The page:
By the editorial staff
What is Catalyst?
Catalyst is one of the first global non-profit organisations to focus on helping to build workplaces that work for women. Founded in 1962 by feminist, writer and advocate Felice Schwartz, its original mission was to highlight the “unused capacities of educated women who want to combine family and work”.
Today, it helps the world’s most powerful CEOs and leading companies to accelerate progress for women at work. Partnering with over 800 Supporter organisations worldwide, it provides the necessary tools and solutions to make positive change in their organisations.
Catalyst’s work is rooted in rigorous global research, which provides it with an unrivalled insight into issues affecting women in the workplace.
Its pioneering studies have debunked many myths about women and men in the workplace:
Accelerating women at work by building inclusive cultures;
Addressing workplace issues at the intersection of gender, race, and ethnicity;
Engaging men as advocates for gender equity.
Catalyst dares to ask why women and women of colour are not equally represented at the top of the corporate ladder? It comes from the perspective that it is not women who need to be changed, but instead the barriers which are preventing women’s advancement into senior roles which need to be removed by corporate leaders.
Catalyst helps organisations diagnose these barriers and help build inclusive cultures. It provides effective programmes to organisations to reduce unconscious bias and ensure women advance at every stage in their careers, including building a diverse board.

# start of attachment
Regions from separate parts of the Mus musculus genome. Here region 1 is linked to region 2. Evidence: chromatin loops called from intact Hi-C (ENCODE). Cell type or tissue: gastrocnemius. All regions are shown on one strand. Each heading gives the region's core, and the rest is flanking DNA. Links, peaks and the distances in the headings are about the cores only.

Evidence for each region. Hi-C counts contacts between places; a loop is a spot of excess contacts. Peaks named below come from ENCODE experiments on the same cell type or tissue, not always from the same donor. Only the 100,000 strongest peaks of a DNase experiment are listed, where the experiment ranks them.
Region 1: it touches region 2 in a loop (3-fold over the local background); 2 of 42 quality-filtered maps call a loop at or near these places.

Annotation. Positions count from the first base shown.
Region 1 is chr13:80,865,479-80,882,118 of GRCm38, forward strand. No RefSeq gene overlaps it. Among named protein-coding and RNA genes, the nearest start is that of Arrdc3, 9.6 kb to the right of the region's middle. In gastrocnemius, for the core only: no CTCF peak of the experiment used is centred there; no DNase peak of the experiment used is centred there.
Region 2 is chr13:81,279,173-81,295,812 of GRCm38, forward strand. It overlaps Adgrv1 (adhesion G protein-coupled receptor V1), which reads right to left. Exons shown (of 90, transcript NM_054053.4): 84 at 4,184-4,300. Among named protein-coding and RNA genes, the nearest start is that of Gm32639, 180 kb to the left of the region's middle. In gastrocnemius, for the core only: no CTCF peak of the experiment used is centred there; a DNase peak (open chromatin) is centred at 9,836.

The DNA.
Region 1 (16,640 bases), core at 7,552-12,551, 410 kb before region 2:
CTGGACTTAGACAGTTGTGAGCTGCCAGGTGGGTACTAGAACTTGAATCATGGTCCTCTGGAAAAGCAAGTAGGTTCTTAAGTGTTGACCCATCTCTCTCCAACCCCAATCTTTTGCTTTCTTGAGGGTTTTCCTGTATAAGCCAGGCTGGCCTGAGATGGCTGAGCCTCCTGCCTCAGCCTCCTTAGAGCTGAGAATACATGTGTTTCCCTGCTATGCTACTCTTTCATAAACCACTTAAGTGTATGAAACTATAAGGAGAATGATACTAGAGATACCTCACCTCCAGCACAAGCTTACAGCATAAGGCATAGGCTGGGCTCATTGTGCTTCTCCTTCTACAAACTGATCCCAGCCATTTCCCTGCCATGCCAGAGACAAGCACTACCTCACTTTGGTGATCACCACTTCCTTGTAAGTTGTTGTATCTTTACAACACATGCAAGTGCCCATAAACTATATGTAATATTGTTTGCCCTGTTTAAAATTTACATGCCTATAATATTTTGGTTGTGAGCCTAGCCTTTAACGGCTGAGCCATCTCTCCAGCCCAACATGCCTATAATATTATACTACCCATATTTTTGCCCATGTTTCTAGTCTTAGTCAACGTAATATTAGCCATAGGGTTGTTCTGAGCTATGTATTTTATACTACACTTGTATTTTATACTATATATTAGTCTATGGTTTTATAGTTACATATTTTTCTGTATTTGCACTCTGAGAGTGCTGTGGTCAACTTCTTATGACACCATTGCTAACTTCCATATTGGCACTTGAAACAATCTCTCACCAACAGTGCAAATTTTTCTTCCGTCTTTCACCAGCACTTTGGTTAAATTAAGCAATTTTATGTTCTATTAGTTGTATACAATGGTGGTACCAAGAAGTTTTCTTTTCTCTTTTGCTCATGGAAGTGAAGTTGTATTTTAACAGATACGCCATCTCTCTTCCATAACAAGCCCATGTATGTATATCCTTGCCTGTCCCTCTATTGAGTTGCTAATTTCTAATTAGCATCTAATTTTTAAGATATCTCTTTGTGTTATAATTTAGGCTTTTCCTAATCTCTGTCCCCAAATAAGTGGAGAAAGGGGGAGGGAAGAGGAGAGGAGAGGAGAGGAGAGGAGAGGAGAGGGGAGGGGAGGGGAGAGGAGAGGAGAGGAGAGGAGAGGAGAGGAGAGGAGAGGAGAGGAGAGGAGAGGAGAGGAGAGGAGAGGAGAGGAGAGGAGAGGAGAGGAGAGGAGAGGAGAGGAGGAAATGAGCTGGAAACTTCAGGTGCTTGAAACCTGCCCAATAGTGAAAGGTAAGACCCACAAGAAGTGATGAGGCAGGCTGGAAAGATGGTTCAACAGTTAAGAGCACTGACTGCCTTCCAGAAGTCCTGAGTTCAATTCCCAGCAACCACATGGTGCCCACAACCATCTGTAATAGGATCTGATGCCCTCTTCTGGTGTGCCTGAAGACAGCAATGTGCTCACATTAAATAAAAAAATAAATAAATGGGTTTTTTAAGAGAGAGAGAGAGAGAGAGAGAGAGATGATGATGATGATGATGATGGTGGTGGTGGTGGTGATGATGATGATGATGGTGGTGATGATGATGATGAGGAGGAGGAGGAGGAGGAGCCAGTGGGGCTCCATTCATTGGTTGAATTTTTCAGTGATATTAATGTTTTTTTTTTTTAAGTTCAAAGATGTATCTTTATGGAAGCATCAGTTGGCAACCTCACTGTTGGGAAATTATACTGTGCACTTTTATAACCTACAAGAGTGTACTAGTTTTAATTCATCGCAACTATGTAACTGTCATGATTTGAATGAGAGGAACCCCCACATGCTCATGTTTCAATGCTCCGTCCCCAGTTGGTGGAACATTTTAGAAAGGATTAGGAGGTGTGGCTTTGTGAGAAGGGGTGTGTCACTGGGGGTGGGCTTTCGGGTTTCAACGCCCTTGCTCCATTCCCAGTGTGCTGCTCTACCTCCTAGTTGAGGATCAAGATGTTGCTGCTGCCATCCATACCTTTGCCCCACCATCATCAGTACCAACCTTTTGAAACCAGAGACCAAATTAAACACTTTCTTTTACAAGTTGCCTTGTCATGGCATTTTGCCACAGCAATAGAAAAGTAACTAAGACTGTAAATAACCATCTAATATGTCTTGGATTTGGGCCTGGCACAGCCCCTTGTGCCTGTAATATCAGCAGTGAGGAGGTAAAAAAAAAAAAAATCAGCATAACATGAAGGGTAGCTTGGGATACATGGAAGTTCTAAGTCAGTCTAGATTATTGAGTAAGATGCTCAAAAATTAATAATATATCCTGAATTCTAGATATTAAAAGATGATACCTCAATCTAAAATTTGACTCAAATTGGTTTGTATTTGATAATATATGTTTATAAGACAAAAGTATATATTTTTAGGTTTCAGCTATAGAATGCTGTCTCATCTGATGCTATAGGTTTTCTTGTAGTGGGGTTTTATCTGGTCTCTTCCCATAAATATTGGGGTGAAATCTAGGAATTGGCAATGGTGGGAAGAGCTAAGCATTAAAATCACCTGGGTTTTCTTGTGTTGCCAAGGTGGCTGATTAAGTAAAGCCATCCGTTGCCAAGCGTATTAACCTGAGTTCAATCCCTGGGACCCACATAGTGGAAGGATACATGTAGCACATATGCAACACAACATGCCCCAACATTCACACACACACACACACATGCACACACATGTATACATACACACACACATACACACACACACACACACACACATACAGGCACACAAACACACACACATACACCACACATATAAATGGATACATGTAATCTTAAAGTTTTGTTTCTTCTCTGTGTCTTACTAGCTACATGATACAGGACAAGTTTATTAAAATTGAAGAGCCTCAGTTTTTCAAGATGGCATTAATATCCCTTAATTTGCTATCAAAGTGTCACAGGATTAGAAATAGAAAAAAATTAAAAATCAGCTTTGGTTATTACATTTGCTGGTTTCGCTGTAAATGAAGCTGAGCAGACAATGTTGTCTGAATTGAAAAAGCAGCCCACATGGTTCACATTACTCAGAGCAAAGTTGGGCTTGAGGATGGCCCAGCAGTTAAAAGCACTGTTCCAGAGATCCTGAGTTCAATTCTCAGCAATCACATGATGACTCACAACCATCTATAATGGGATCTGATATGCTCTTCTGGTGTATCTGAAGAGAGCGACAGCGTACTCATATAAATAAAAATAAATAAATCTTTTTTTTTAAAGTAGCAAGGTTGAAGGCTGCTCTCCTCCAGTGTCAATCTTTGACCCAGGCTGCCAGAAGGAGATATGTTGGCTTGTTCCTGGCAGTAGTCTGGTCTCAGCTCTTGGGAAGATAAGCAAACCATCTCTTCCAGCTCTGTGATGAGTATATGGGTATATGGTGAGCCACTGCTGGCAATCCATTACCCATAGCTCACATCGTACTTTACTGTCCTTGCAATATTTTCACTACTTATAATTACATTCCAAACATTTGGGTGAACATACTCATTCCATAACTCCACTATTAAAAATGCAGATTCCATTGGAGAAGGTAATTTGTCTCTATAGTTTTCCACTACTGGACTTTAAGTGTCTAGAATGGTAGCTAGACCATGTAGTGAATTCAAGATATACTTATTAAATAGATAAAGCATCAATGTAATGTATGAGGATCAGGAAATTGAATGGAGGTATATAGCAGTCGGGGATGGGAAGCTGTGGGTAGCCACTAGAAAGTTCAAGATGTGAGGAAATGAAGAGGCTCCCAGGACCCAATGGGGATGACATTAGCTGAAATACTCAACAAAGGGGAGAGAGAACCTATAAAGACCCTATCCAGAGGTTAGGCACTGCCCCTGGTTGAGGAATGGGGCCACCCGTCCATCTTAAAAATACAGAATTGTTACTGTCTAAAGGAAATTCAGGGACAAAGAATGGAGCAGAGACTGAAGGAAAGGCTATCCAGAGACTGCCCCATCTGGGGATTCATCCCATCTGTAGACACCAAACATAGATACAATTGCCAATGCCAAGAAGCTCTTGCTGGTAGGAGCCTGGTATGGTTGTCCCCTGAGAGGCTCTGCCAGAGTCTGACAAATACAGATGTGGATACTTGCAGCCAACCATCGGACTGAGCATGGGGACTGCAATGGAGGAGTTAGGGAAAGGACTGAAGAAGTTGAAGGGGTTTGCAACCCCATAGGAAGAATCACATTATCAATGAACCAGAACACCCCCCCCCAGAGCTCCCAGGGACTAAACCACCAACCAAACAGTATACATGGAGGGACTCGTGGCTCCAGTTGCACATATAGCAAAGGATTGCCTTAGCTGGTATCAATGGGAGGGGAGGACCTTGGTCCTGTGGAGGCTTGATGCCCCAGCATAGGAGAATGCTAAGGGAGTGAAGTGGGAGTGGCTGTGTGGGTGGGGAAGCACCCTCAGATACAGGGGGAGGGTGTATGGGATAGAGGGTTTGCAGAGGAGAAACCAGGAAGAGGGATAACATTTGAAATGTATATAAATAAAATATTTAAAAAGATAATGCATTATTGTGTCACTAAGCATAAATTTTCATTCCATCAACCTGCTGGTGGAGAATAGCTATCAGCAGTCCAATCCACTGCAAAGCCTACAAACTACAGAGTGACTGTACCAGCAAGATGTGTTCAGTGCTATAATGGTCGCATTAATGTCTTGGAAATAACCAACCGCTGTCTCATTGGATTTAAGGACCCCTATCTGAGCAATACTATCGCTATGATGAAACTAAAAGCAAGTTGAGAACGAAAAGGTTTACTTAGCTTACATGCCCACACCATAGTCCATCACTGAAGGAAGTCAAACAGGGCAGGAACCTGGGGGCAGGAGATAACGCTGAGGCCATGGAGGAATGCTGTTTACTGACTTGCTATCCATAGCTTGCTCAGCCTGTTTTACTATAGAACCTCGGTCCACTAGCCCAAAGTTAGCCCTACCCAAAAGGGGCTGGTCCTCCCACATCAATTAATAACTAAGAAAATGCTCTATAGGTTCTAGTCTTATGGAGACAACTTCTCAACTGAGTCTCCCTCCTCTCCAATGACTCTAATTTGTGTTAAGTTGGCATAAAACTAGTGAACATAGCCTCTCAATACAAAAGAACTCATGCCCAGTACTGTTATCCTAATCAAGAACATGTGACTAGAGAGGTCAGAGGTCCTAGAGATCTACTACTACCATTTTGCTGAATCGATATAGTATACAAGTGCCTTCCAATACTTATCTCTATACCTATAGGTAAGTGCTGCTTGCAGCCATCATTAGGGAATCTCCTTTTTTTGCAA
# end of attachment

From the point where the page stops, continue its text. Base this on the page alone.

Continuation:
An inclusive work environment has many benefits and is a key competitive advantage for an organisation. Leaders who take deliberate, intentional action to accelerate diversity, inclusion, and gender equality are called inclusive leaders and should be rewarded by organisations. They can also champion flexible work policies, model best practices, and sponsor high-potential women in their organizations.
However, creating inclusive workplaces cannot be accomplished without engaging all employees. This means engaging men, who have long represented the leadership majority of almost all large businesses. Catalyst was among the first organisations to address the issue of working with men to achieve gender equity in the workplace and has become a recognised thought-leader in this area.
Catalyst’s strategy and initiative around engaging men is called MARC (Men Advocating Real Change). Its MARC Leaders workshops engage participants in deep, honest dialogue and allow men to gain insight, empathy and personal motivation to take action to improve gender equity in the workplace.